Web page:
"DT V is not available to the Army Navy and Marines as was DT IV and we have lower funding levels this year.... We also have a smaller Air Force " Heitkamp said. Gallagher of ZDS predicted that total calendar 1996 Desktop V sales would hit 40 000.

Neither Hughes nor ZDS plans to introduce any major technology upgrades to their Desktop V lines at this week's Air Force Information Technology Conference in Montgomery but both have them in the works for next fiscal year. ZDS has added a Pentium Pro 200 MHz processor to its contract with the price of a factory-installed unit running slightly above $200. Hughes' Walters said his company "is in the process of adding a state-of-the-art Pentium Pro to the contract."

In other Desktop V news Hughes said it has a formal partnership agreement with Government Technology Services Inc. E.O. Knowles Hughes' president said GTSI will concentrate on sales of Desktop V to federal civilian agencies which can buy up to 20 percent of the value of the $924 million contract. Hughes offers a range of Digital Alpha workstations on that vehicle. Dendy Young GTSI's president said the partnership will "leverage" the strengths of both companies in marketing those two contracts.

On the small-business front it appears that the Air Force will not award a set-aside contract until after the end of the fiscal year. George Fuster president of International Data Products Corp. said the Air Force has informed him the small-business portion of the Desktop V contract will not be awarded "until October due to agency-level protests." Fuster said the two protests by McBride Associates of New Mexico and Telstar of Ontario Calif. have been resolved to the stage where "we expect to get a call for [best and final offers] this month."

* * * * *

The case of the missing Air Force notebook PCs


Eugene Rossel vice president of Unitek Technology Inc. a small Ontario Calif. PC reseller and manufacturer believes the Zenith Data Systems/Packard-Bell marriage has fouled up service and repair causing three notebook computers belonging to a mission-critical Air Force unit to end up lost.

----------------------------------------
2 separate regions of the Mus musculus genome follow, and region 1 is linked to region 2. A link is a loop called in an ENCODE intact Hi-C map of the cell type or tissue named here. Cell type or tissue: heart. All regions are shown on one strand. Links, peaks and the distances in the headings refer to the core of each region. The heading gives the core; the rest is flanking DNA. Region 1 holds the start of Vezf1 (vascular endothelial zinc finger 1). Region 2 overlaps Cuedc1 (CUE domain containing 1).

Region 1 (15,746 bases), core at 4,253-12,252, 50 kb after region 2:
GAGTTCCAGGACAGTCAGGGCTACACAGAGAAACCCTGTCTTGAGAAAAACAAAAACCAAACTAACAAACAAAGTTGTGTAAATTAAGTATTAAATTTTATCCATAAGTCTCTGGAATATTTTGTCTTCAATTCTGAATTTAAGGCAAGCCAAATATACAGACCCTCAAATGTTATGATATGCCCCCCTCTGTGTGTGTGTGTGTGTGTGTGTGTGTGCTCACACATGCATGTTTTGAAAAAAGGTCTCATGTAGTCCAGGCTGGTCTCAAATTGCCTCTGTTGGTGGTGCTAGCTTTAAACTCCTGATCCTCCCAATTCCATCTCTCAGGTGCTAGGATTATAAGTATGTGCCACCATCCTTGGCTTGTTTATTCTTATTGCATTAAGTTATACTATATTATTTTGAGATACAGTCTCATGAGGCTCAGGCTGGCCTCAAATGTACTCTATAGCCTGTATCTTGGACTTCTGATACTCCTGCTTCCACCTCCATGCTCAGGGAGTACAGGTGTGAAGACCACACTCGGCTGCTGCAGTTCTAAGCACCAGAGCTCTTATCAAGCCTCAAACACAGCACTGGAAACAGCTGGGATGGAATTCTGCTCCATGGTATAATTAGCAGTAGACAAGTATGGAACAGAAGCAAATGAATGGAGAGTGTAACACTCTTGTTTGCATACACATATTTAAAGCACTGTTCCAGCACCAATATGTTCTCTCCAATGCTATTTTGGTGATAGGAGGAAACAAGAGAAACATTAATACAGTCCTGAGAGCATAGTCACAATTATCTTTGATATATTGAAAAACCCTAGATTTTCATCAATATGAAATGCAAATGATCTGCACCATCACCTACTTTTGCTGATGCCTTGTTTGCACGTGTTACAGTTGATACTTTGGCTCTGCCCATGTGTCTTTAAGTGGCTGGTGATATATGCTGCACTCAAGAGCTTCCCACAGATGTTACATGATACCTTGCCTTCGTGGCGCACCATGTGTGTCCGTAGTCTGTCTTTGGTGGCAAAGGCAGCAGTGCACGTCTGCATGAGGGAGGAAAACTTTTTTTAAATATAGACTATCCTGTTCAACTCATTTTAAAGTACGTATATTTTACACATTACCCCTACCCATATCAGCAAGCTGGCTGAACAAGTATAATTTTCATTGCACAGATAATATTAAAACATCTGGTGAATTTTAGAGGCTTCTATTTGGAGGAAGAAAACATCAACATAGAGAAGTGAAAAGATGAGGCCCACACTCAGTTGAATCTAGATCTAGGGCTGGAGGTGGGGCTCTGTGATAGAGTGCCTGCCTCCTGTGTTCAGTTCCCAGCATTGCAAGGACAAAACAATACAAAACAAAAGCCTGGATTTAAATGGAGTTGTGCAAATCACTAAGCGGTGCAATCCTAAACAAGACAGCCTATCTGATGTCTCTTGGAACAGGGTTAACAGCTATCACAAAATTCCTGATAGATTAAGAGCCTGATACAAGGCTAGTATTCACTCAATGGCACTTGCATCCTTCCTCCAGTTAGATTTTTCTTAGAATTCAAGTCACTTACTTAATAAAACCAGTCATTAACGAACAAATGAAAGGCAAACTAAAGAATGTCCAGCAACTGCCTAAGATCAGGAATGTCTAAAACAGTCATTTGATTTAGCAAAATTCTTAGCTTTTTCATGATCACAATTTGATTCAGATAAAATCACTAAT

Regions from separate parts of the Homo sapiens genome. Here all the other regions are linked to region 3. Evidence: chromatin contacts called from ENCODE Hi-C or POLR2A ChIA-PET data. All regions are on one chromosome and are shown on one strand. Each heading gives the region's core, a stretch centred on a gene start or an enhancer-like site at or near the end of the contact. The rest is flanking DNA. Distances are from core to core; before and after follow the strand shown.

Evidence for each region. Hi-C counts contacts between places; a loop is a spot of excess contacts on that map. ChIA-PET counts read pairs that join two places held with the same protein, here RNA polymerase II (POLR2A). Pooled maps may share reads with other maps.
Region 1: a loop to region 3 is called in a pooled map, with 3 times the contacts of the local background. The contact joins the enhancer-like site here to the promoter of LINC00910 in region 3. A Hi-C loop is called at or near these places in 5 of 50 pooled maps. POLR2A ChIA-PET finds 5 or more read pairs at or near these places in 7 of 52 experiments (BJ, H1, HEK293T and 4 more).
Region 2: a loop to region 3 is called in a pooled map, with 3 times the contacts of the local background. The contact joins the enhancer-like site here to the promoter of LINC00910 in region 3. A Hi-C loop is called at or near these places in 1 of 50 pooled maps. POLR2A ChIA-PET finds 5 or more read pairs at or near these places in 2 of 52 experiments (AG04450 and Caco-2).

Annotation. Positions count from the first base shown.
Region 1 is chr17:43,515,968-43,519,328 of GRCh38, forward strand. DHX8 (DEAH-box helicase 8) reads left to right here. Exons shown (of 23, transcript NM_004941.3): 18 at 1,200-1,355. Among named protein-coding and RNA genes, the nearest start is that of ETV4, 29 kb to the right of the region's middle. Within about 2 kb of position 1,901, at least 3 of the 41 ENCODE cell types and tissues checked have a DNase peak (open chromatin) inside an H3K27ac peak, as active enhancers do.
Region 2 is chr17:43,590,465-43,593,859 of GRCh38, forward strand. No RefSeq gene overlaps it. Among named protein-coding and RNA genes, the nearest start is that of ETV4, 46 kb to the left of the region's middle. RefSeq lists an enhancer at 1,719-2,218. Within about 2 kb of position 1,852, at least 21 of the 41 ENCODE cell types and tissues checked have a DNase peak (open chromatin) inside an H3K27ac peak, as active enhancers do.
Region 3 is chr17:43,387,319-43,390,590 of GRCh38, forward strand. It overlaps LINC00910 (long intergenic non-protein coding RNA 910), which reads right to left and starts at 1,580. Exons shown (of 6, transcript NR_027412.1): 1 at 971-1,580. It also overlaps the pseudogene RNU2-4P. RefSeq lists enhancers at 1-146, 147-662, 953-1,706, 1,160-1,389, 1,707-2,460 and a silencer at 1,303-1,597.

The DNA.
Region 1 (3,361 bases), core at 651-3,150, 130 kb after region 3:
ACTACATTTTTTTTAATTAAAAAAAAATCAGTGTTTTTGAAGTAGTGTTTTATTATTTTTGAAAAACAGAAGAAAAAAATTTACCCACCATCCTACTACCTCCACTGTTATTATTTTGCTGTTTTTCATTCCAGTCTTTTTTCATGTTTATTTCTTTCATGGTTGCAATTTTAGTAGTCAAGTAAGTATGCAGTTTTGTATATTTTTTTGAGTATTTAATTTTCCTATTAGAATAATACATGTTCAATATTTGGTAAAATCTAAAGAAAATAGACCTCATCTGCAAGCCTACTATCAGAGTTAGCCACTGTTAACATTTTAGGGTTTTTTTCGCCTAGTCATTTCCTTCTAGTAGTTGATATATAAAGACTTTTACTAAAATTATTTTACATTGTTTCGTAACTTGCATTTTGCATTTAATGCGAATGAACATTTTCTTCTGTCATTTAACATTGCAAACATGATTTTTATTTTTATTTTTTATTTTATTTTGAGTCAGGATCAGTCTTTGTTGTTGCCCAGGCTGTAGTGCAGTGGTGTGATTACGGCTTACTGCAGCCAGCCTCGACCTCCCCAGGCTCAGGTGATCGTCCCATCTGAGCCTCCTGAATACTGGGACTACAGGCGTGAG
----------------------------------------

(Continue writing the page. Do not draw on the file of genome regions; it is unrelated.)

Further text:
Unitek sold 95 ZDS notebook computers to the Air Force's 68th Electronic Combat Group - which flies EC-130 "Compass Call" signal-jamming aircraft - in late 1995. In June of this year Unitek sent four of the systems to a ZDS repair center in Memphis one was returned and the other three were "apparently lost " according to Rossel.

Rossel said he has placed numerous phone calls to ZDS and Packard-Bell to track down the computers experiencing long waits on the telephone and receiving incorrect information. In frustration he faxed Benny Alagem Packard-Bell's president a note saying "We have put in an inordinate number of calls and hours with your company in trying to get these notebooks repaired/returned and now they can't be found in the system."

Rossel added "How can you stay in business with this type of service? The Air Force has threatened to go through procurement channels on your large contracts if they don't get their equipment back."

Pat Gallagher ZDS' sales vice president said Packard-Bell has taken over "dispatching" maintenance and repair calls but said the problems encountered by Rossel are an isolated occurrence. "I've never heard of any problem like this and it comes as a bit of a surprise " Gallagher said.

But he added "this is our problem and we will do everything to make him whole...including shipping him new computers if that's necessary.